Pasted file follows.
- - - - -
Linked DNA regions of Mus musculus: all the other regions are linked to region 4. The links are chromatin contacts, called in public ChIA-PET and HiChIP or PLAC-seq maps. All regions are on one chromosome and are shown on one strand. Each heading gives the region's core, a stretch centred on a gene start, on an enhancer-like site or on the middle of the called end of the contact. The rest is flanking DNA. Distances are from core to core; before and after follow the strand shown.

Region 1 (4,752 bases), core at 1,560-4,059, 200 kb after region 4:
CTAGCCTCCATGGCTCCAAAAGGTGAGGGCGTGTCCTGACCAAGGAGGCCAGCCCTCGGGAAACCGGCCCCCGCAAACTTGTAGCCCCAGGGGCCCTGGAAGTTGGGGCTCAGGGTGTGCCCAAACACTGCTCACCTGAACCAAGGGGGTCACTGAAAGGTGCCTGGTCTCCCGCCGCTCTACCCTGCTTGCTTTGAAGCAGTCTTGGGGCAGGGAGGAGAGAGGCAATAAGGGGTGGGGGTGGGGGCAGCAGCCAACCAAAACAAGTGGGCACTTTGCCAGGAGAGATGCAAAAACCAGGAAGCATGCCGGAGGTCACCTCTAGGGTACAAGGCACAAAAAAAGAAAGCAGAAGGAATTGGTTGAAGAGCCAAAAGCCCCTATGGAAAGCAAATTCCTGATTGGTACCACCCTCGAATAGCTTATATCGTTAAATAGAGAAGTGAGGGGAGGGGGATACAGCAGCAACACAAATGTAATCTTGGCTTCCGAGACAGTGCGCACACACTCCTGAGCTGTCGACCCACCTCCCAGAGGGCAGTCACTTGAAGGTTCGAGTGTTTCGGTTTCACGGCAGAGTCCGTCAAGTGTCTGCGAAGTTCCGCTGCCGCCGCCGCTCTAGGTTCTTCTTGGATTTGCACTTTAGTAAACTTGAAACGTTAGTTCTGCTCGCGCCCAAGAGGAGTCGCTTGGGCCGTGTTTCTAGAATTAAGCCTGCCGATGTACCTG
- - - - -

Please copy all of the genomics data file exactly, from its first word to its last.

Linked DNA regions of Mus musculus: all the other regions are linked to region 4. The links are chromatin contacts, called in public ChIA-PET and HiChIP or PLAC-seq maps. All regions are on one chromosome and are shown on one strand. Each heading gives the region's core, a stretch centred on a gene start, on an enhancer-like site or on the middle of the called end of the contact. The rest is flanking DNA. Distances are from core to core; before and after follow the strand shown.

Region 1 (4,752 bases), core at 1,560-4,059, 200 kb after region 4:
CTAGCCTCCATGGCTCCAAAAGGTGAGGGCGTGTCCTGACCAAGGAGGCCAGCCCTCGGGAAACCGGCCCCCGCAAACTTGTAGCCCCAGGGGCCCTGGAAGTTGGGGCTCAGGGTGTGCCCAAACACTGCTCACCTGAACCAAGGGGGTCACTGAAAGGTGCCTGGTCTCCCGCCGCTCTACCCTGCTTGCTTTGAAGCAGTCTTGGGGCAGGGAGGAGAGAGGCAATAAGGGGTGGGGGTGGGGGCAGCAGCCAACCAAAACAAGTGGGCACTTTGCCAGGAGAGATGCAAAAACCAGGAAGCATGCCGGAGGTCACCTCTAGGGTACAAGGCACAAAAAAAGAAAGCAGAAGGAATTGGTTGAAGAGCCAAAAGCCCCTATGGAAAGCAAATTCCTGATTGGTACCACCCTCGAATAGCTTATATCGTTAAATAGAGAAGTGAGGGGAGGGGGATACAGCAGCAACACAAATGTAATCTTGGCTTCCGAGACAGTGCGCACACACTCCTGAGCTGTCGACCCACCTCCCAGAGGGCAGTCACTTGAAGGTTCGAGTGTTTCGGTTTCACGGCAGAGTCCGTCAAGTGTCTGCGAAGTTCCGCTGCCGCCGCCGCTCTAGGTTCTTCTTGGATTTGCACTTTAGTAAACTTGAAACGTTAGTTCTGCTCGCGCCCAAGAGGAGTCGCTTGGGCCGTGTTTCTAGAATTAAGCCTGCCGATGTACCTG